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Cisco dollars pinched by cheap switches, vanishing cameras

Layoffs, product cuts

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Cisco Systems' third-quarter numbers for its current fiscal year reveal a company that has run its switching business aground and has become too dependent on the public sector for its revenues.

When discussing the results, the company's top brass said that Cisco would be lightening its load – in terms of products and people – to get off the rocks and back out to open commercial waters.

The numbers weren't vomitous, but they were far from delectable: overall product sales rose only 2.8 per cent, to $8.67bn, while services revenues increased 13.7 per cent, to $2.2bn. Overall sales were $10.9bn, up 5 per cent.

Cisco's product costs were more or less in line with last year, but sales and marketing costs were up, the company had $31m in restructuring charges relating to the closure of its Flip camera business and another $103m in amortization of acquired assets, plus higher taxes of $396m. Taken together, these pulled net income down by 17.2 per cent, to $1.81bn.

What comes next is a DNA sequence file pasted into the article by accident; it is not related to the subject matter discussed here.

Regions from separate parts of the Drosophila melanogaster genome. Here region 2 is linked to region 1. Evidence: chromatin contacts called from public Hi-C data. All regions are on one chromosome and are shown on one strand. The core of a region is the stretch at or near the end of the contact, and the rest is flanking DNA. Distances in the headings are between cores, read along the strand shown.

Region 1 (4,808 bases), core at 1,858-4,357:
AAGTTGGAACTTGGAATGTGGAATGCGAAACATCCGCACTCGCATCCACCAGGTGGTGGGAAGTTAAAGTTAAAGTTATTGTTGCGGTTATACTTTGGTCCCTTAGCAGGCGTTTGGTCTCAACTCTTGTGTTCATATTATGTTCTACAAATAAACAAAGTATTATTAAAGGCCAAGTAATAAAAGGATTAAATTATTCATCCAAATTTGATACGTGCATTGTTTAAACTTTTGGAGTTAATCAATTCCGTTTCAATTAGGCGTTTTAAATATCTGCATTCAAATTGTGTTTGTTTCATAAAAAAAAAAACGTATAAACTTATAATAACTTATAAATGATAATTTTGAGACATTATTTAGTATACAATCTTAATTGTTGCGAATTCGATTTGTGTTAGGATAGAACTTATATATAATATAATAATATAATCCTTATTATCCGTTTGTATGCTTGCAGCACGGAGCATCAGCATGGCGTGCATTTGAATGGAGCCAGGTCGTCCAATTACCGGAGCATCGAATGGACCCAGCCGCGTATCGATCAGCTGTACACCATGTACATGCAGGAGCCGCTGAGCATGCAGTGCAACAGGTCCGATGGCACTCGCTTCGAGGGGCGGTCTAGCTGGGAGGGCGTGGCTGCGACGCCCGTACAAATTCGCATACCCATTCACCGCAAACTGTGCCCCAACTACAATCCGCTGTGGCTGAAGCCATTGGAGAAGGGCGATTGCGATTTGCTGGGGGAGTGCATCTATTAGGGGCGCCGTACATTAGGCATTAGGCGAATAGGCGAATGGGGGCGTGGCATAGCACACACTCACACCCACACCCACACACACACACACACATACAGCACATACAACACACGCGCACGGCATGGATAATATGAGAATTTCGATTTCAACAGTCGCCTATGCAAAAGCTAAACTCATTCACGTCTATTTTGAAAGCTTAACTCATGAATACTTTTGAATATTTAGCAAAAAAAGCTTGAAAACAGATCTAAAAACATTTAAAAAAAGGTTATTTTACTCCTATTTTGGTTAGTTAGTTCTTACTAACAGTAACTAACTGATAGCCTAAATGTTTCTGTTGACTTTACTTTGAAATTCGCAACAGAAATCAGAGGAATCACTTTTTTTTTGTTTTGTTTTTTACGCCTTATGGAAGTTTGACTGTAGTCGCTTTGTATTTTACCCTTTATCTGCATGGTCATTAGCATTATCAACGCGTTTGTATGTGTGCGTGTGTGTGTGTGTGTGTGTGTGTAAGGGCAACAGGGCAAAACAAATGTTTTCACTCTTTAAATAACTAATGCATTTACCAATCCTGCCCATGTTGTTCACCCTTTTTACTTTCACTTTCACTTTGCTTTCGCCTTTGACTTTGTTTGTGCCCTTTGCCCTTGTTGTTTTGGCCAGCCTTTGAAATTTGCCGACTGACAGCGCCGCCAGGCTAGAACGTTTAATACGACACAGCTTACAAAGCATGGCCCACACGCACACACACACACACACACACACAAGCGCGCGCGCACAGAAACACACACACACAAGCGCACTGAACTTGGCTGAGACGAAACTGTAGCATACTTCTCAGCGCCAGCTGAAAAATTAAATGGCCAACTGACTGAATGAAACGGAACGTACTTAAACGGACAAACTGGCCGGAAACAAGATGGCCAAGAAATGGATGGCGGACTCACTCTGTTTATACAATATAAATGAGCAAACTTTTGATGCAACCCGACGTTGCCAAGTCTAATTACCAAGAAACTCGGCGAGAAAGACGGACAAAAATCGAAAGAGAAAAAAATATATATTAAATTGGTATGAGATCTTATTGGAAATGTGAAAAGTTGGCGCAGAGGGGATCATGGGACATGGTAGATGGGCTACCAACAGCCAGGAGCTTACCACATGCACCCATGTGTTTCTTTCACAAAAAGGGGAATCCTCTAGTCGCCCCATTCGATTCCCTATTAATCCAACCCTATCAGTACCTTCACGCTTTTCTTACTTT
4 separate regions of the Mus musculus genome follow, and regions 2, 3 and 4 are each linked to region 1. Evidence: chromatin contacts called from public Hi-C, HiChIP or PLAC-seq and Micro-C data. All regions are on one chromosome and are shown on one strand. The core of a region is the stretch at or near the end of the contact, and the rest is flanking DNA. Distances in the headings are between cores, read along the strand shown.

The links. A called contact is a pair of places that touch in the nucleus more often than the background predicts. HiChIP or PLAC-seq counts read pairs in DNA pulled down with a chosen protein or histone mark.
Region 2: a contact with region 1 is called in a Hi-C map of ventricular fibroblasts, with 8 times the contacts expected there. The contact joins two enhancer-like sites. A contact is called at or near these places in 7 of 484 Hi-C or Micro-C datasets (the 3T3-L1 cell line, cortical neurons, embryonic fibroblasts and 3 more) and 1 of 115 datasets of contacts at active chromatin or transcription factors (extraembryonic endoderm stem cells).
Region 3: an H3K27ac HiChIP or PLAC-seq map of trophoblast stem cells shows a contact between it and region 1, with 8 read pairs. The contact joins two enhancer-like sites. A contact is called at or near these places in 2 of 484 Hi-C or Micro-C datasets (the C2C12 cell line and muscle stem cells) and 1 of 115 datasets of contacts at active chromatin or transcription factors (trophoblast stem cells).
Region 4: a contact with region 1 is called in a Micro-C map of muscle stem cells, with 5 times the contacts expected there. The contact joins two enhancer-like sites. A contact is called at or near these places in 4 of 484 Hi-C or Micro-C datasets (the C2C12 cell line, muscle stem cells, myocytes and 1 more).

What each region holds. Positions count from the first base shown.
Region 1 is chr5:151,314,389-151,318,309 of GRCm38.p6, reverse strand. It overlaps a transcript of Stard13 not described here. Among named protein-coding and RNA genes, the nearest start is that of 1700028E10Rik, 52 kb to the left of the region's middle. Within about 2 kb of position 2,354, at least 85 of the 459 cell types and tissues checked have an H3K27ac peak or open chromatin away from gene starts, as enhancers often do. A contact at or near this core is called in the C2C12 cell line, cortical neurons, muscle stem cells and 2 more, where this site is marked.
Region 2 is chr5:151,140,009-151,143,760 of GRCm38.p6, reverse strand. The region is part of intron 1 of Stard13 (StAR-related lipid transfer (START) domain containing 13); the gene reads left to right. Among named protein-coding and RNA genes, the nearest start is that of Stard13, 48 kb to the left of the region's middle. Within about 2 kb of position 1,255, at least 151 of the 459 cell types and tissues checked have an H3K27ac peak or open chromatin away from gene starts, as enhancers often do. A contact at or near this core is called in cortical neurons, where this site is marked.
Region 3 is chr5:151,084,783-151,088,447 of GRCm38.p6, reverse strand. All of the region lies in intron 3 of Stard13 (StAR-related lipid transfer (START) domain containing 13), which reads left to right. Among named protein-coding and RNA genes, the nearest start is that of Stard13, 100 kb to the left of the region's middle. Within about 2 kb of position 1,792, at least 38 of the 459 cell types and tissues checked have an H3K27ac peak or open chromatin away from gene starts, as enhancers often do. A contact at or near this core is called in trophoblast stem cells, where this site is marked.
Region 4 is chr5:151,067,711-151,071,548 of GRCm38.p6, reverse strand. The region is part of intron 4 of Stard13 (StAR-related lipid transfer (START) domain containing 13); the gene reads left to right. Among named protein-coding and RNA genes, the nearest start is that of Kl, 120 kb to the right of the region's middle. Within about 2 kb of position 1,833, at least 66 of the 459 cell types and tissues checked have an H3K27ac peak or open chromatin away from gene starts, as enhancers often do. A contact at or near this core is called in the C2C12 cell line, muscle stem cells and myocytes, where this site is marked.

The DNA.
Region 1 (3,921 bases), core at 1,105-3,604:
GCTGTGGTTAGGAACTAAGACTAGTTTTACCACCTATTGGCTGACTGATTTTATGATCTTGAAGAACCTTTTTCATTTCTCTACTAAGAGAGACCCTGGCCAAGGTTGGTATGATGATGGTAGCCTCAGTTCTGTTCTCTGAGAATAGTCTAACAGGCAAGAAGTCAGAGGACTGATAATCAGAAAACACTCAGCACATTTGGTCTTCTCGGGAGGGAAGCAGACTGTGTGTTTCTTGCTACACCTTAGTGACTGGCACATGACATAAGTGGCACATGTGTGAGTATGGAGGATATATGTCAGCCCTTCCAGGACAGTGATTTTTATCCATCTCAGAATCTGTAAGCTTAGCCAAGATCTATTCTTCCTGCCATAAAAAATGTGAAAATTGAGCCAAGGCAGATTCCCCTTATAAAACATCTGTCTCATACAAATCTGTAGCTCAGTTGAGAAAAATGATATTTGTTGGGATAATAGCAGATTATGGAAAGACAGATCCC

That's a bad quarter for Cisco – its fourth bad quarter in a row, in fact – and the company did a corporate reorganization last week to focus its engineering and sales efforts and simplify its command structure.

And now come the layoffs and product rationalizations and cancelations.

In a conference call with Wall Street analysts going over the numbers, Gary Moore – who was anointed chief operating officer at Cisco just this February – said that the company would eliminate $1bn in costs out of its annual run rate from a baseline that will be set in the fourth quarter of Cisco's fiscal 2011 year, which ends July 31.

Neither Moore nor Cisco chairman and CEO John Chambers would elaborate about how many people might be let go at Cisco or what products would be eliminated, but Moore said in the call that a comprehensive portfolio review was underway, and Chambers said that in any market segment where Cisco cannot eventually be number 1 or 2 it will make cuts.